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    \(\large\color{black}{ \displaystyle \tan^2(x)=\frac{ 1+\cos^2(x) }{1-\cos^2(x)} }\) \(\large\color{black}{ \displaystyle \frac{\sin^2x}{\cos^2x}=\frac{ (1+\cos^2x) }{(1-\cos^2x)} }\) \(\large\color{black}{ \displaystyle \frac{\sin^2x}{\cos^2x}=\frac{ (1+\cos^2x) }{(1-\cos^2x)} }\) \(\large\color{black}{ \displaystyle \sin^2x(1-\cos^2x)=\cos^2x(1+\cos^2x) }\) \(\large\color{black}{ \displaystyle \sin^2x-\sin^2x\cos^2x=\cos^2x+\cos^2x\cos^2x}\) \(\large\color{black}{ \displaystyle \sin^2x=\sin^2x\cos^2x+\cos^2x+\cos^2x\cos^2x}\) \(\large\color{black}{ \displaystyle \sin^2x=\cos^2x(\sin^2x+1+\cos^2x)}\) \(\large\color{black}{ \displaystyle \sin^2x=\cos^2x(2)}\) \(\large\color{black}{ \displaystyle \sin^2x=2(1- \sin^2x)}\) \(\large\color{black}{ \displaystyle \sin^2x=2- 2\sin^2x}\) \(\large\color{black}{ \displaystyle 3\sin^2x=2}\) \(\large\color{black}{ \displaystyle \sin^2x=2/3}\) \(\large\color{black}{ \displaystyle \sin x=\pm\sqrt{2/3}}\) \(\large\color{black}{ \displaystyle x=\sin^{-1}\left(\pm\sqrt{2/3}\right)}\)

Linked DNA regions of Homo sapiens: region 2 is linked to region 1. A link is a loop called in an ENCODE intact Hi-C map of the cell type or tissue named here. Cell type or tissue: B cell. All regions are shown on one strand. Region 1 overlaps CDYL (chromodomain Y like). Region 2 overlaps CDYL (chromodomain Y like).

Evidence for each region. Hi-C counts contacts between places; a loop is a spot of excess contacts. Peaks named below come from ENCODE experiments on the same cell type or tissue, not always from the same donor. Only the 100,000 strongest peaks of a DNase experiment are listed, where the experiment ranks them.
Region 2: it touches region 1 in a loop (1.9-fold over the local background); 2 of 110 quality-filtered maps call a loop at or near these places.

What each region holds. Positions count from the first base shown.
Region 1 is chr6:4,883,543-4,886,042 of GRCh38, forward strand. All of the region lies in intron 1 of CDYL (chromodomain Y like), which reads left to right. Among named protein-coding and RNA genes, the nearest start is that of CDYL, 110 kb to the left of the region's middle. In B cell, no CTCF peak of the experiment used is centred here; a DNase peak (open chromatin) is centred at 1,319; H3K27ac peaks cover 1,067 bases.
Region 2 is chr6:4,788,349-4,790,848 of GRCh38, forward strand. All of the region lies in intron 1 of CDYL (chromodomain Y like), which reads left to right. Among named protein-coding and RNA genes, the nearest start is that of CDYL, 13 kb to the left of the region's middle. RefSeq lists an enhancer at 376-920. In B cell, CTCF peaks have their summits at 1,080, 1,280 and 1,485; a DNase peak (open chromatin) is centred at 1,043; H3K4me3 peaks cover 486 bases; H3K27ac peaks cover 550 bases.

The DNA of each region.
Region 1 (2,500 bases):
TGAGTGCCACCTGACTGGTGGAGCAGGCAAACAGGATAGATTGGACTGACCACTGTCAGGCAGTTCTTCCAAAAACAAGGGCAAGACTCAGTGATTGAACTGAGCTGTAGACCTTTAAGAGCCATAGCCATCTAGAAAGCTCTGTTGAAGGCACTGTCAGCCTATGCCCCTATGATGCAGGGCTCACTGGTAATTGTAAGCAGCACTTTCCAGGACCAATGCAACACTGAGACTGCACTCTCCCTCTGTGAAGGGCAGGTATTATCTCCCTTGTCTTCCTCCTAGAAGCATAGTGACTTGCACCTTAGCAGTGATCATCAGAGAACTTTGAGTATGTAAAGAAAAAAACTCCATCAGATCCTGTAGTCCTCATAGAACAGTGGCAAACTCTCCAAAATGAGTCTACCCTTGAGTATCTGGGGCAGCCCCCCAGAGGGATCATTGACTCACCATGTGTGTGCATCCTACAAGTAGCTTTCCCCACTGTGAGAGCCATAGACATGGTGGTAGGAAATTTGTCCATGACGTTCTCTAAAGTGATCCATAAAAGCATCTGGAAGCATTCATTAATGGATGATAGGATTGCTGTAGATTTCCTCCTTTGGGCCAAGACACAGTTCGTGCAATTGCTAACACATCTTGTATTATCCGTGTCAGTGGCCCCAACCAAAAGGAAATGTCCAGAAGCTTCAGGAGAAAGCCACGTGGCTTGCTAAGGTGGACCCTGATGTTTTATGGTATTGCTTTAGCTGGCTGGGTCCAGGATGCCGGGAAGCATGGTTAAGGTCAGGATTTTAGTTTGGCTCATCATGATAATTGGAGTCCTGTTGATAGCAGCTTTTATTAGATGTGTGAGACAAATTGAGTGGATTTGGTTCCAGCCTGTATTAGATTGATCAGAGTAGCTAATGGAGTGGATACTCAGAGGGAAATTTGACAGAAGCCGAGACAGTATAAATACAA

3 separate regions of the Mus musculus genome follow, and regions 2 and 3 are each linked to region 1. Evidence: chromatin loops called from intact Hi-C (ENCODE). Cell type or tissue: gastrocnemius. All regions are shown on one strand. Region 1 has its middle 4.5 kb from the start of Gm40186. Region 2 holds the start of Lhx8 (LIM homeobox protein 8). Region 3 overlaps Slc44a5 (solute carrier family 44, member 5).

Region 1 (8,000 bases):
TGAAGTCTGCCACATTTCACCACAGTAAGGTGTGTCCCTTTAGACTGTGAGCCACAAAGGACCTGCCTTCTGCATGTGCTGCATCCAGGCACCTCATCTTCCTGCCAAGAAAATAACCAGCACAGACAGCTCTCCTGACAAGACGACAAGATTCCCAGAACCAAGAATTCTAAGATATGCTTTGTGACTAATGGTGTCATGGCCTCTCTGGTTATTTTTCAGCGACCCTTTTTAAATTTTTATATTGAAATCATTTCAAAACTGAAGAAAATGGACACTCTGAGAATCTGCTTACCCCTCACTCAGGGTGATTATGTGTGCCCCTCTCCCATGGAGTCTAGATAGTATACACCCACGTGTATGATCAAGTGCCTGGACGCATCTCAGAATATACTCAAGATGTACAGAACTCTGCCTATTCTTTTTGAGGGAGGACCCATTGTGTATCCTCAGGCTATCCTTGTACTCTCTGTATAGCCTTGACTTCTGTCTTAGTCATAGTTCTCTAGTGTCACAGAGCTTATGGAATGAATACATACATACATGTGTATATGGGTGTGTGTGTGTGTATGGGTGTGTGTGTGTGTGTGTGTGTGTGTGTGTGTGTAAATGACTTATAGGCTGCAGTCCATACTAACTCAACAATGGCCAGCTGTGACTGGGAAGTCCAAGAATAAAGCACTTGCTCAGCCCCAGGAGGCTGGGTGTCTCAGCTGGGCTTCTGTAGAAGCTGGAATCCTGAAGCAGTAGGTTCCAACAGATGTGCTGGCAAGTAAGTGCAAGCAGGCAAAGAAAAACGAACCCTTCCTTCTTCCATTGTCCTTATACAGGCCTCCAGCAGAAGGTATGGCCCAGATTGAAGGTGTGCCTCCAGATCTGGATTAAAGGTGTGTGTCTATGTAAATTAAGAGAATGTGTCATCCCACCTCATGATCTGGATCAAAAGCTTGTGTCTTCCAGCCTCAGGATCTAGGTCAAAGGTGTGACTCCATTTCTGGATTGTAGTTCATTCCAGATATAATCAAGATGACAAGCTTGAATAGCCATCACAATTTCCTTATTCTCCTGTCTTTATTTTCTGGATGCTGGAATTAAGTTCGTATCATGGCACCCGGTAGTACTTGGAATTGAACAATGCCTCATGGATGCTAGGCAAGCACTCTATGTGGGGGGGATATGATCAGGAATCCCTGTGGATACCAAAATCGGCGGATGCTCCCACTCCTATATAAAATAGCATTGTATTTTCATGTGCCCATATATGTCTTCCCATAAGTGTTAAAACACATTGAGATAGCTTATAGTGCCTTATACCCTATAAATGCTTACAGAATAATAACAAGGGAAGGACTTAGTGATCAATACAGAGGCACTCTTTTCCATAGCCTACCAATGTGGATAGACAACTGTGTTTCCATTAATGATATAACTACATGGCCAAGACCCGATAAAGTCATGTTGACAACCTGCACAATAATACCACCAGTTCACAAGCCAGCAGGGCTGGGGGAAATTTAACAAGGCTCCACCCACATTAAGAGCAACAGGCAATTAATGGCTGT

30. SolomonZelman
    • one year ago
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    if your definition were to be true for all numbers, then this solution for x would be such that includes all numbers. \(\large\color{black}{ \displaystyle \sin^{-1}\left(\pm\sqrt{2/3}\right)}\) is no way a representation of all [real] numbers!

  31. anonymous
    • one year ago
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    *Takes a picture for future reference* Thank you for the explanation! This will help me 200x better than before!

  32. SolomonZelman
    • one year ago
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    i took everything down piece by piece. it isn't that bad usually though